Inverter Generator vs Generator [Which is Better?]
DISCLAIMER: AS AN AMAZON ASSOCIATE I EARN FROM QUALIFYING PURCHASES. THIS POST CONTAINS AFFILIATE LINKS THAT WILL REWARD ME MONETARILY OR OTHERWISE WHEN YOU USE THEM TO MAKE QUALIFYING PURCHASES. FOR MORE INFORMATION, PLEASE READ MY EARNINGS DISCLAIMER.
What’s the difference between an inverter generator and a regular generator? The primary distinction between inverter-generator and traditional generators is the type of electricity produced. Inverter generators generate electricity in three stages (AC-DC-AC), while conventional generators only produce AC (Alternating Current).
An inverter generator is a new generation of generators that are more fuel-efficient and are usually quieter (than the regular portable version). Mainly, their biggest drawback is the price. On the other hand, if you use less fuel to produce the same amount of energy, the savings are obvious.
A pure sine wave inverter generator also ensures there is less harmonic interference, making it a better energy source for more sensitive electronic devices (especially the ones with microprocessors). Even though a traditional portable generator also produces pure sine waves, it is much messier (see video below), which creates more harmonic distortion.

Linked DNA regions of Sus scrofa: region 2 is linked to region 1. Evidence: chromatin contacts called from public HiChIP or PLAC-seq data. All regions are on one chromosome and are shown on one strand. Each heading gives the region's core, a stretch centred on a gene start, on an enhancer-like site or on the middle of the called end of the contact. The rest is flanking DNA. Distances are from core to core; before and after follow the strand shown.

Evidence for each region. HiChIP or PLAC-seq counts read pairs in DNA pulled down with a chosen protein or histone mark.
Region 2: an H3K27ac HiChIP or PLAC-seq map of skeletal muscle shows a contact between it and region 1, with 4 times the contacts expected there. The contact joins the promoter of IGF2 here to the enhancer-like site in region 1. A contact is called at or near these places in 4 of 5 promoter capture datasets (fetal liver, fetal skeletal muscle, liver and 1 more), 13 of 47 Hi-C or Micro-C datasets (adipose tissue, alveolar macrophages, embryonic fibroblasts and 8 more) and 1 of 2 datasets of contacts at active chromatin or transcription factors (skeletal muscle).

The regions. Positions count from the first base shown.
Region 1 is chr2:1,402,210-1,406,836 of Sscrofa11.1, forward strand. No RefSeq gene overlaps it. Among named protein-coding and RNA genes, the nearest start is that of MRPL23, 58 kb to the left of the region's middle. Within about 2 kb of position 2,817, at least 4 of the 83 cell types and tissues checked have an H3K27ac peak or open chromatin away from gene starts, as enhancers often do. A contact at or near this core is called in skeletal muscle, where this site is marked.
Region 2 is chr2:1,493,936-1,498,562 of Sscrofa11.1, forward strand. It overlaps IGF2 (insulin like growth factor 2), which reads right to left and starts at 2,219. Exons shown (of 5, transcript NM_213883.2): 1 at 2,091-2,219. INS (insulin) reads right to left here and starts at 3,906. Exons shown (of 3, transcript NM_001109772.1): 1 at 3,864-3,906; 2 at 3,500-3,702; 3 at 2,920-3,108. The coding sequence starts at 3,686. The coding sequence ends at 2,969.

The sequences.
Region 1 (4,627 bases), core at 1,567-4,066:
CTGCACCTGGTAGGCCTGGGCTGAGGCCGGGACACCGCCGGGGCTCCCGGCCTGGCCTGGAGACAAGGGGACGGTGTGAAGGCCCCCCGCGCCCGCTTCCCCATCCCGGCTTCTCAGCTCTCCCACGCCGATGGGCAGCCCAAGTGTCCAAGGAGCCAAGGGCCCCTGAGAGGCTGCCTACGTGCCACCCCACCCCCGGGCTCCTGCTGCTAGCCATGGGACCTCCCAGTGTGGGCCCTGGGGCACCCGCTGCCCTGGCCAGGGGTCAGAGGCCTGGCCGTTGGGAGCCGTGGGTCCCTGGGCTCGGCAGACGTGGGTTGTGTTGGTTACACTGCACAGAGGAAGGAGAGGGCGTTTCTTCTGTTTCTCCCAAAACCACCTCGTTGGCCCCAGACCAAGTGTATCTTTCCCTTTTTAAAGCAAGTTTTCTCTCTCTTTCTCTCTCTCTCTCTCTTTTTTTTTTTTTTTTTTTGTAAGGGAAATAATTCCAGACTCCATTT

This is how you “clean up” a “dirty” generator sine wave (it was done by the means of an external inverter):
There are three types of inverter-generators available on the market right now:
- Stand-by inverter generator. This, large and heavy inverter-generator is big enough to keep your whole house running and it can be connected directly to your electrical panel (you will need a transfer switch, which is mandatory in many states). Some of them come with a handle and wheels and their output could be over 7,000 watts +.
- Portable inverter generator. These inverter-generators are not so large and they usually come with a handle and wheels (if they don’t, wheel kits are available separately). Their output ranges from 2,500 to 4,500 watts, which is perfect for RVers. These generators DON’T get connected to the electrical panel, but you plug your appliances directly via extension cords.
- Hand-held inverter generators. These generators are about a size of a gym bag and weigh about 50 to 60 pounds with a maximum output of 2,000 watts. Don’t forget that it is still a fossil fuel generator and these devices emit carbon monoxide at a rate that can easily build up to unhealthy levels in a small room. So, be careful and keep it outside. You can take it pretty much anywhere, where you will need some electricity (maybe a BBQ party?)